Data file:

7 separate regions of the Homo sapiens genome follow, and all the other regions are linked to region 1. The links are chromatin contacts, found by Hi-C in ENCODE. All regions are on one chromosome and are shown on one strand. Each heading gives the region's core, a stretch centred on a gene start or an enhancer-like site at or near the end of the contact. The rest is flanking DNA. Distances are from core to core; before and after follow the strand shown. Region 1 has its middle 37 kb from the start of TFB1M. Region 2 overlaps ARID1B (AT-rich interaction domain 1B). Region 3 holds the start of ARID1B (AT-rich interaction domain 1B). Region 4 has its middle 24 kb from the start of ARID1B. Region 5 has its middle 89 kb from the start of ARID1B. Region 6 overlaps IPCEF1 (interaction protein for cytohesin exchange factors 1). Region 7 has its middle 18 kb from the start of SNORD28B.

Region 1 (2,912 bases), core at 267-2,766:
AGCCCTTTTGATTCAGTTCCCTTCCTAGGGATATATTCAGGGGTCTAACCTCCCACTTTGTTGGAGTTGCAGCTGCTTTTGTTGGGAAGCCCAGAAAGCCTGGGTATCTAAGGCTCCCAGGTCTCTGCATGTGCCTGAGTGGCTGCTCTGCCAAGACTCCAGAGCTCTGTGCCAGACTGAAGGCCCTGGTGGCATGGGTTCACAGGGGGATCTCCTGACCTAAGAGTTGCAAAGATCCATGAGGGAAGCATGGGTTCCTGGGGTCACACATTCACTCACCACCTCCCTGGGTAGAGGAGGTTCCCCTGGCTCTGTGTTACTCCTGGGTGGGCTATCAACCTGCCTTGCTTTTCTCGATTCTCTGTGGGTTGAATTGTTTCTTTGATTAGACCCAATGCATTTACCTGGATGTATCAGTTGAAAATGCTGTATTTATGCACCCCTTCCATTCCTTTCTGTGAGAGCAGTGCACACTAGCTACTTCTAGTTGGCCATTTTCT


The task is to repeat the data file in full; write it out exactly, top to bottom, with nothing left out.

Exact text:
7 separate regions of the Homo sapiens genome follow, and all the other regions are linked to region 1. The links are chromatin contacts, found by Hi-C in ENCODE. All regions are on one chromosome and are shown on one strand. Each heading gives the region's core, a stretch centred on a gene start or an enhancer-like site at or near the end of the contact. The rest is flanking DNA. Distances are from core to core; before and after follow the strand shown. Region 1 has its middle 37 kb from the start of TFB1M. Region 2 overlaps ARID1B (AT-rich interaction domain 1B). Region 3 holds the start of ARID1B (AT-rich interaction domain 1B). Region 4 has its middle 24 kb from the start of ARID1B. Region 5 has its middle 89 kb from the start of ARID1B. Region 6 overlaps IPCEF1 (interaction protein for cytohesin exchange factors 1). Region 7 has its middle 18 kb from the start of SNORD28B.

Region 1 (2,912 bases), core at 267-2,766:
AGCCCTTTTGATTCAGTTCCCTTCCTAGGGATATATTCAGGGGTCTAACCTCCCACTTTGTTGGAGTTGCAGCTGCTTTTGTTGGGAAGCCCAGAAAGCCTGGGTATCTAAGGCTCCCAGGTCTCTGCATGTGCCTGAGTGGCTGCTCTGCCAAGACTCCAGAGCTCTGTGCCAGACTGAAGGCCCTGGTGGCATGGGTTCACAGGGGGATCTCCTGACCTAAGAGTTGCAAAGATCCATGAGGGAAGCATGGGTTCCTGGGGTCACACATTCACTCACCACCTCCCTGGGTAGAGGAGGTTCCCCTGGCTCTGTGTTACTCCTGGGTGGGCTATCAACCTGCCTTGCTTTTCTCGATTCTCTGTGGGTTGAATTGTTTCTTTGATTAGACCCAATGCATTTACCTGGATGTATCAGTTGAAAATGCTGTATTTATGCACCCCTTCCATTCCTTTCTGTGAGAGCAGTGCACACTAGCTACTTCTAGTTGGCCATTTTCT